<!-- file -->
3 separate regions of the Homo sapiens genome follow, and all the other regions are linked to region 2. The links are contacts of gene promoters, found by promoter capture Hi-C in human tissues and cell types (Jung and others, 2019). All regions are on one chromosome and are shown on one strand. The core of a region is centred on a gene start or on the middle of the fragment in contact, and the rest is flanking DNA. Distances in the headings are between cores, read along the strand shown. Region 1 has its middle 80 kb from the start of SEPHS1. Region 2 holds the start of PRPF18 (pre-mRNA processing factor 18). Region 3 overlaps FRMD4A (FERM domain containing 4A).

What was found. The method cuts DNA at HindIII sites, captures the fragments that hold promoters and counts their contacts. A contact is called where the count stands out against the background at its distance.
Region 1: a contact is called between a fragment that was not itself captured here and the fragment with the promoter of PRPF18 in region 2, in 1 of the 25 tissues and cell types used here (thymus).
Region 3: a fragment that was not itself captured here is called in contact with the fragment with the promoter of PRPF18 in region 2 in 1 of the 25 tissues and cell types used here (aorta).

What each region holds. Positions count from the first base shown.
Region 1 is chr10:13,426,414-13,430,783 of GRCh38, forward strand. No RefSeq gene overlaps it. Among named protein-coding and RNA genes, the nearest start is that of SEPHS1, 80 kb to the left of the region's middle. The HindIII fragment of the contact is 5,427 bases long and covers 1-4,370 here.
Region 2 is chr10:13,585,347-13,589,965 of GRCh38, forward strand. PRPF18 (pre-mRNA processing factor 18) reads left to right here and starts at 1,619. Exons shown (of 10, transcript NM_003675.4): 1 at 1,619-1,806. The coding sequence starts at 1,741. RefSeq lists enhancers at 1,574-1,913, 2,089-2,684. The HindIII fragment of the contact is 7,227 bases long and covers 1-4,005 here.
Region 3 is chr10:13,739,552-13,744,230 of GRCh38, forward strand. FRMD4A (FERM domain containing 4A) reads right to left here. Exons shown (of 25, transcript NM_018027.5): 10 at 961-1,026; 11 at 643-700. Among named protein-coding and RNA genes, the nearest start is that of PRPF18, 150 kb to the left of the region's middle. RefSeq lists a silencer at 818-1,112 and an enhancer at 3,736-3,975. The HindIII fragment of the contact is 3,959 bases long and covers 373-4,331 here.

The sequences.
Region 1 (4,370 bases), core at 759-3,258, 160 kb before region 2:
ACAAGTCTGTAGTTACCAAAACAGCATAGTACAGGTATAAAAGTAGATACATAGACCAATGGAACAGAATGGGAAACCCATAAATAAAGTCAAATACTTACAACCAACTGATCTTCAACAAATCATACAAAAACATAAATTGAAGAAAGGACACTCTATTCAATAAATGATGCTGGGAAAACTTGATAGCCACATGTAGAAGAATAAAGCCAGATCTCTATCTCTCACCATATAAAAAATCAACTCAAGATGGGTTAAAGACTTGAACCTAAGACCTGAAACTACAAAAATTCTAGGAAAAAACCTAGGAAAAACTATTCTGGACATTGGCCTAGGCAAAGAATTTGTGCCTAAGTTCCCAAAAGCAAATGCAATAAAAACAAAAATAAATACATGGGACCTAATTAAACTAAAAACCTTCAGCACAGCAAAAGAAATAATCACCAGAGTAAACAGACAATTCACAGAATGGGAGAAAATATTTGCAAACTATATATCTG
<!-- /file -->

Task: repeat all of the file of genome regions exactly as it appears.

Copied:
3 separate regions of the Homo sapiens genome follow, and all the other regions are linked to region 2. The links are contacts of gene promoters, found by promoter capture Hi-C in human tissues and cell types (Jung and others, 2019). All regions are on one chromosome and are shown on one strand. The core of a region is centred on a gene start or on the middle of the fragment in contact, and the rest is flanking DNA. Distances in the headings are between cores, read along the strand shown. Region 1 has its middle 80 kb from the start of SEPHS1. Region 2 holds the start of PRPF18 (pre-mRNA processing factor 18). Region 3 overlaps FRMD4A (FERM domain containing 4A).

What was found. The method cuts DNA at HindIII sites, captures the fragments that hold promoters and counts their contacts. A contact is called where the count stands out against the background at its distance.
Region 1: a contact is called between a fragment that was not itself captured here and the fragment with the promoter of PRPF18 in region 2, in 1 of the 25 tissues and cell types used here (thymus).
Region 3: a fragment that was not itself captured here is called in contact with the fragment with the promoter of PRPF18 in region 2 in 1 of the 25 tissues and cell types used here (aorta).

What each region holds. Positions count from the first base shown.
Region 1 is chr10:13,426,414-13,430,783 of GRCh38, forward strand. No RefSeq gene overlaps it. Among named protein-coding and RNA genes, the nearest start is that of SEPHS1, 80 kb to the left of the region's middle. The HindIII fragment of the contact is 5,427 bases long and covers 1-4,370 here.
Region 2 is chr10:13,585,347-13,589,965 of GRCh38, forward strand. PRPF18 (pre-mRNA processing factor 18) reads left to right here and starts at 1,619. Exons shown (of 10, transcript NM_003675.4): 1 at 1,619-1,806. The coding sequence starts at 1,741. RefSeq lists enhancers at 1,574-1,913, 2,089-2,684. The HindIII fragment of the contact is 7,227 bases long and covers 1-4,005 here.
Region 3 is chr10:13,739,552-13,744,230 of GRCh38, forward strand. FRMD4A (FERM domain containing 4A) reads right to left here. Exons shown (of 25, transcript NM_018027.5): 10 at 961-1,026; 11 at 643-700. Among named protein-coding and RNA genes, the nearest start is that of PRPF18, 150 kb to the left of the region's middle. RefSeq lists a silencer at 818-1,112 and an enhancer at 3,736-3,975. The HindIII fragment of the contact is 3,959 bases long and covers 373-4,331 here.

The sequences.
Region 1 (4,370 bases), core at 759-3,258, 160 kb before region 2:
ACAAGTCTGTAGTTACCAAAACAGCATAGTACAGGTATAAAAGTAGATACATAGACCAATGGAACAGAATGGGAAACCCATAAATAAAGTCAAATACTTACAACCAACTGATCTTCAACAAATCATACAAAAACATAAATTGAAGAAAGGACACTCTATTCAATAAATGATGCTGGGAAAACTTGATAGCCACATGTAGAAGAATAAAGCCAGATCTCTATCTCTCACCATATAAAAAATCAACTCAAGATGGGTTAAAGACTTGAACCTAAGACCTGAAACTACAAAAATTCTAGGAAAAAACCTAGGAAAAACTATTCTGGACATTGGCCTAGGCAAAGAATTTGTGCCTAAGTTCCCAAAAGCAAATGCAATAAAAACAAAAATAAATACATGGGACCTAATTAAACTAAAAACCTTCAGCACAGCAAAAGAAATAATCACCAGAGTAAACAGACAATTCACAGAATGGGAGAAAATATTTGCAAACTATATATCTG